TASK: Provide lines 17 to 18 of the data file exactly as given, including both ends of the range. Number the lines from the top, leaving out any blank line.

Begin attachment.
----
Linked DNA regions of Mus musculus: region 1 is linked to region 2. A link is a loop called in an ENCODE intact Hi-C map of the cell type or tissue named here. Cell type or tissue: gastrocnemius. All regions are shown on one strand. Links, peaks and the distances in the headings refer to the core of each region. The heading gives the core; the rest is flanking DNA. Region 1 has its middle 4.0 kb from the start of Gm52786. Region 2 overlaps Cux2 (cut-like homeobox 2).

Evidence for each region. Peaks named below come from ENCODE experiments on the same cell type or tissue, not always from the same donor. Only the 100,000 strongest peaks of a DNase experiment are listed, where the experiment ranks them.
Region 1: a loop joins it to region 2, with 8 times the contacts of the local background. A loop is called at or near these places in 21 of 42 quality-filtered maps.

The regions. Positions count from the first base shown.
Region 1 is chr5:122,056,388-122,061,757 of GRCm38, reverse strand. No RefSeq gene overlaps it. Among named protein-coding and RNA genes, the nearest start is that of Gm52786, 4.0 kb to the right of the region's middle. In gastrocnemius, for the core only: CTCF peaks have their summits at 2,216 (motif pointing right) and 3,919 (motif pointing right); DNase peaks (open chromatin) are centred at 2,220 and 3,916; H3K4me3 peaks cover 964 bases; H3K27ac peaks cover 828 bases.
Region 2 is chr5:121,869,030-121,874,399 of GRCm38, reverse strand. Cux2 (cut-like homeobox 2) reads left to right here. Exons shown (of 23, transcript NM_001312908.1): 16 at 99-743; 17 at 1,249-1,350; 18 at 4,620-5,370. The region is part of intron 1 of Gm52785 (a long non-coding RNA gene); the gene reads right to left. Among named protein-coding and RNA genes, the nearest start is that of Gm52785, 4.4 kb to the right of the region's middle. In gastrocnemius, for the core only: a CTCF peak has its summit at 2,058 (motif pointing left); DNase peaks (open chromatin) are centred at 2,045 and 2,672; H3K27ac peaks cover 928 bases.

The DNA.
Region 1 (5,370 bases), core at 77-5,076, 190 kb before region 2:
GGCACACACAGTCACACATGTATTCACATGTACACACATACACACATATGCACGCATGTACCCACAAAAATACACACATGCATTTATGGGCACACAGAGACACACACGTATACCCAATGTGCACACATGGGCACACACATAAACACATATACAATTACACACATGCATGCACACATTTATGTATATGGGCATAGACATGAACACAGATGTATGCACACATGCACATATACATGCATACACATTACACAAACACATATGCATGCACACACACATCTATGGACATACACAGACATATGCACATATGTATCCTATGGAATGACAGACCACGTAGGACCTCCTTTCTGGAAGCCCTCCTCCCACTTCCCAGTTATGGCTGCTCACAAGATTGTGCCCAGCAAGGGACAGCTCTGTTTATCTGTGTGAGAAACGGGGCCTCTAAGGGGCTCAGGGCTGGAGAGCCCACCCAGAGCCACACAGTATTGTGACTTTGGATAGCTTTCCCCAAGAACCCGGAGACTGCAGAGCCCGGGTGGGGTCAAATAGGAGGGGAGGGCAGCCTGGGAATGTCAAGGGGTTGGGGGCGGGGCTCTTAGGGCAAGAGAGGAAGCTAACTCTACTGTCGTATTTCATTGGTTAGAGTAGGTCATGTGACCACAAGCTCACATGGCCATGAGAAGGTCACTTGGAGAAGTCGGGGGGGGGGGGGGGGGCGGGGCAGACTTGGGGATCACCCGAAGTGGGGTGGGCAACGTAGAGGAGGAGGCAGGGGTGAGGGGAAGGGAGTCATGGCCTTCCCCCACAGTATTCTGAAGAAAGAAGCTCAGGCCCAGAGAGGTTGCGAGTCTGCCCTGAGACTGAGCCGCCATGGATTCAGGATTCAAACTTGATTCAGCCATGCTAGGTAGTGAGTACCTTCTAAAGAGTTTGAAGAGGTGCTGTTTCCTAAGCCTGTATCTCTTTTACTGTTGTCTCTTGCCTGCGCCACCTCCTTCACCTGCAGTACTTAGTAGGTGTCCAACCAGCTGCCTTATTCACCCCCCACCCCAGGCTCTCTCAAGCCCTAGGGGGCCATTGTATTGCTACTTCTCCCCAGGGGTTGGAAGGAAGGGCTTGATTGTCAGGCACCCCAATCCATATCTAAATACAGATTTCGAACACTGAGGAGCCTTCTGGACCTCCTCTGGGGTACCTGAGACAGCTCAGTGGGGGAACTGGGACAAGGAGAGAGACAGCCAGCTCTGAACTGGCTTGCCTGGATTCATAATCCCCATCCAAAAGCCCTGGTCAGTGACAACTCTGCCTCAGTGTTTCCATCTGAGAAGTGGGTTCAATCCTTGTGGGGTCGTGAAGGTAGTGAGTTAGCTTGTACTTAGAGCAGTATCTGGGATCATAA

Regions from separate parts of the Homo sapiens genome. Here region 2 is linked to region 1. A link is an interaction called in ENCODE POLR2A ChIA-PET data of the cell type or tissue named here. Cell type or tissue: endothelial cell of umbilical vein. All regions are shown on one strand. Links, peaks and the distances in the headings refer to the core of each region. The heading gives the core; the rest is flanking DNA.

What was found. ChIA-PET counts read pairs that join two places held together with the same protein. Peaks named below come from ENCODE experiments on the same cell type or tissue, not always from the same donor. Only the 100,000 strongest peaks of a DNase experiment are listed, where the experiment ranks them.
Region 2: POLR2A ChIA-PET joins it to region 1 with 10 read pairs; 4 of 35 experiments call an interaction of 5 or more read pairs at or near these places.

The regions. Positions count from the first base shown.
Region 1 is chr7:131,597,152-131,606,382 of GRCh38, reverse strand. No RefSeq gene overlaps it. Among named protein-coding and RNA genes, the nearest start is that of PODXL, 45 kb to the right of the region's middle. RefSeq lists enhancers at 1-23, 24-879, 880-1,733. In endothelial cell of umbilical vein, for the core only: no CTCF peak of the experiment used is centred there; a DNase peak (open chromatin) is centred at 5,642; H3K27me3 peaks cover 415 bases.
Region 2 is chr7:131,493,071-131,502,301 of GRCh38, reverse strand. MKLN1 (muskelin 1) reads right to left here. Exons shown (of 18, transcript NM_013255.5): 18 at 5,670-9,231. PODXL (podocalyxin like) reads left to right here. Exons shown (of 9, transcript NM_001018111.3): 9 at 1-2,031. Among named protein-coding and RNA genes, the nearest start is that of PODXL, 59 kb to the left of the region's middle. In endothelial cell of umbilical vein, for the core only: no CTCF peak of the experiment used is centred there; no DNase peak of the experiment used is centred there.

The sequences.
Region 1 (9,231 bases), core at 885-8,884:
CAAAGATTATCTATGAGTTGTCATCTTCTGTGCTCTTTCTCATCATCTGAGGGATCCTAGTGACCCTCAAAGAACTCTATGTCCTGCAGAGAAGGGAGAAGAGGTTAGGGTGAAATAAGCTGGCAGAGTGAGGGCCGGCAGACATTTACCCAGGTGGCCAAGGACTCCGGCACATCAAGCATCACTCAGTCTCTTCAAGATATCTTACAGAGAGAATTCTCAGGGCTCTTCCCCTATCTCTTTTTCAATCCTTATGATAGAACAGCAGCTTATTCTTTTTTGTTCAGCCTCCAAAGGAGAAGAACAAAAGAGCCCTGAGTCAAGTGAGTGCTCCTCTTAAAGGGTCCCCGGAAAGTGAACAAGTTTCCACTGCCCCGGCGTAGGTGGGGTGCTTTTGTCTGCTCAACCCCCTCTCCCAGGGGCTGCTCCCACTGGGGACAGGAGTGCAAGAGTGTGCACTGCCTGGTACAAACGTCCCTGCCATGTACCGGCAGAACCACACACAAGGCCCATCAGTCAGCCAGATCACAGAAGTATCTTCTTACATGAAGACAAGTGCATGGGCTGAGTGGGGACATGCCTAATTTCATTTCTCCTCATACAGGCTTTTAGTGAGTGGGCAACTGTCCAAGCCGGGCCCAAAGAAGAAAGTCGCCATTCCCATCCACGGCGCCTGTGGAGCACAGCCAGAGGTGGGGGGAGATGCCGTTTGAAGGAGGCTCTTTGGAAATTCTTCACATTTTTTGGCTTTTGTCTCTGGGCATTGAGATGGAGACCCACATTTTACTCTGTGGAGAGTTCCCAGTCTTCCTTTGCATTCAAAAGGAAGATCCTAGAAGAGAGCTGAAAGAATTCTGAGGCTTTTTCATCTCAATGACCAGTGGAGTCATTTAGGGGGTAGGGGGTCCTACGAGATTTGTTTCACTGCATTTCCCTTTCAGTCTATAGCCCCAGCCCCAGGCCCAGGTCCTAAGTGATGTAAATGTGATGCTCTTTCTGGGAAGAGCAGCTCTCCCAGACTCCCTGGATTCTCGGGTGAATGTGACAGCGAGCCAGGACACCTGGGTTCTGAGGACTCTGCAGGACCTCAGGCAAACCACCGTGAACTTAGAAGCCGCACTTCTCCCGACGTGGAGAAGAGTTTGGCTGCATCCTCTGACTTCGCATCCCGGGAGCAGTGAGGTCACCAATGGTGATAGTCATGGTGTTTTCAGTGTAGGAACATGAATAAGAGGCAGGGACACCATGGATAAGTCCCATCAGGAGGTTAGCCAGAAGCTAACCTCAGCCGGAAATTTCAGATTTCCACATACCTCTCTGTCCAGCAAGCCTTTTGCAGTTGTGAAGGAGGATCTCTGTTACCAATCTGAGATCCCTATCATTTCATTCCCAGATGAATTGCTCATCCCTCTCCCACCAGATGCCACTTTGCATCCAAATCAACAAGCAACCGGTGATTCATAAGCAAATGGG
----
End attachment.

Region 1 (9,231 bases), core at 885-8,884:
CAAAGATTATCTATGAGTTGTCATCTTCTGTGCTCTTTCTCATCATCTGAGGGATCCTAGTGACCCTCAAAGAACTCTATGTCCTGCAGAGAAGGGAGAAGAGGTTAGGGTGAAATAAGCTGGCAGAGTGAGGGCCGGCAGACATTTACCCAGGTGGCCAAGGACTCCGGCACATCAAGCATCACTCAGTCTCTTCAAGATATCTTACAGAGAGAATTCTCAGGGCTCTTCCCCTATCTCTTTTTCAATCCTTATGATAGAACAGCAGCTTATTCTTTTTTGTTCAGCCTCCAAAGGAGAAGAACAAAAGAGCCCTGAGTCAAGTGAGTGCTCCTCTTAAAGGGTCCCCGGAAAGTGAACAAGTTTCCACTGCCCCGGCGTAGGTGGGGTGCTTTTGTCTGCTCAACCCCCTCTCCCAGGGGCTGCTCCCACTGGGGACAGGAGTGCAAGAGTGTGCACTGCCTGGTACAAACGTCCCTGCCATGTACCGGCAGAACCACACACAAGGCCCATCAGTCAGCCAGATCACAGAAGTATCTTCTTACATGAAGACAAGTGCATGGGCTGAGTGGGGACATGCCTAATTTCATTTCTCCTCATACAGGCTTTTAGTGAGTGGGCAACTGTCCAAGCCGGGCCCAAAGAAGAAAGTCGCCATTCCCATCCACGGCGCCTGTGGAGCACAGCCAGAGGTGGGGGGAGATGCCGTTTGAAGGAGGCTCTTTGGAAATTCTTCACATTTTTTGGCTTTTGTCTCTGGGCATTGAGATGGAGACCCACATTTTACTCTGTGGAGAGTTCCCAGTCTTCCTTTGCATTCAAAAGGAAGATCCTAGAAGAGAGCTGAAAGAATTCTGAGGCTTTTTCATCTCAATGACCAGTGGAGTCATTTAGGGGGTAGGGGGTCCTACGAGATTTGTTTCACTGCATTTCCCTTTCAGTCTATAGCCCCAGCCCCAGGCCCAGGTCCTAAGTGATGTAAATGTGATGCTCTTTCTGGGAAGAGCAGCTCTCCCAGACTCCCTGGATTCTCGGGTGAATGTGACAGCGAGCCAGGACACCTGGGTTCTGAGGACTCTGCAGGACCTCAGGCAAACCACCGTGAACTTAGAAGCCGCACTTCTCCCGACGTGGAGAAGAGTTTGGCTGCATCCTCTGACTTCGCATCCCGGGAGCAGTGAGGTCACCAATGGTGATAGTCATGGTGTTTTCAGTGTAGGAACATGAATAAGAGGCAGGGACACCATGGATAAGTCCCATCAGGAGGTTAGCCAGAAGCTAACCTCAGCCGGAAATTTCAGATTTCCACATACCTCTCTGTCCAGCAAGCCTTTTGCAGTTGTGAAGGAGGATCTCTGTTACCAATCTGAGATCCCTATCATTTCATTCCCAGATGAATTGCTCATCCCTCTCCCACCAGATGCCACTTTGCATCCAAATCAACAAGCAACCGGTGATTCATAAGCAAATGGG